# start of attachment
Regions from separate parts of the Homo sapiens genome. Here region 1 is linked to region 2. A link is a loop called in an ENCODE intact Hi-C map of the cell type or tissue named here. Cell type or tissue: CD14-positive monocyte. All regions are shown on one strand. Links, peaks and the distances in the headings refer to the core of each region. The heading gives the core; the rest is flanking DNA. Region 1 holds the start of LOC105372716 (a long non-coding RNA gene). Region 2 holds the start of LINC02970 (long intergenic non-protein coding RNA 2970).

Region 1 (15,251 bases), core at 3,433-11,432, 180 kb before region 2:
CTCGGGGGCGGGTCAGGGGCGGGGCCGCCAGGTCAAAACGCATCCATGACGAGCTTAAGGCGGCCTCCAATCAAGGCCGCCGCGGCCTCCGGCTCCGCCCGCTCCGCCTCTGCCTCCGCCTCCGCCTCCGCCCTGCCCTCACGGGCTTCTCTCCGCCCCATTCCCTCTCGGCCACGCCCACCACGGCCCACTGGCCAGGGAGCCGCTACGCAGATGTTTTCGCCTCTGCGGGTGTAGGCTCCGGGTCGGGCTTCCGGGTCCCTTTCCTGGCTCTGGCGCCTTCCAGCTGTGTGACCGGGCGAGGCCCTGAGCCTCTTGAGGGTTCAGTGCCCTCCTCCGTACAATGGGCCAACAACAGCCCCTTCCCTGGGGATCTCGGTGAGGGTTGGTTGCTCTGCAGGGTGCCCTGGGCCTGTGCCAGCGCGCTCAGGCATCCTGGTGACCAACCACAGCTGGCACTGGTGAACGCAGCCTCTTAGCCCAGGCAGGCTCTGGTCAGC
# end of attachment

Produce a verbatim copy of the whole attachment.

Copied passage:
Regions from separate parts of the Homo sapiens genome. Here region 1 is linked to region 2. A link is a loop called in an ENCODE intact Hi-C map of the cell type or tissue named here. Cell type or tissue: CD14-positive monocyte. All regions are shown on one strand. Links, peaks and the distances in the headings refer to the core of each region. The heading gives the core; the rest is flanking DNA. Region 1 holds the start of LOC105372716 (a long non-coding RNA gene). Region 2 holds the start of LINC02970 (long intergenic non-protein coding RNA 2970).

Region 1 (15,251 bases), core at 3,433-11,432, 180 kb before region 2:
CTCGGGGGCGGGTCAGGGGCGGGGCCGCCAGGTCAAAACGCATCCATGACGAGCTTAAGGCGGCCTCCAATCAAGGCCGCCGCGGCCTCCGGCTCCGCCCGCTCCGCCTCTGCCTCCGCCTCCGCCTCCGCCCTGCCCTCACGGGCTTCTCTCCGCCCCATTCCCTCTCGGCCACGCCCACCACGGCCCACTGGCCAGGGAGCCGCTACGCAGATGTTTTCGCCTCTGCGGGTGTAGGCTCCGGGTCGGGCTTCCGGGTCCCTTTCCTGGCTCTGGCGCCTTCCAGCTGTGTGACCGGGCGAGGCCCTGAGCCTCTTGAGGGTTCAGTGCCCTCCTCCGTACAATGGGCCAACAACAGCCCCTTCCCTGGGGATCTCGGTGAGGGTTGGTTGCTCTGCAGGGTGCCCTGGGCCTGTGCCAGCGCGCTCAGGCATCCTGGTGACCAACCACAGCTGGCACTGGTGAACGCAGCCTCTTAGCCCAGGCAGGCTCTGGTCAGC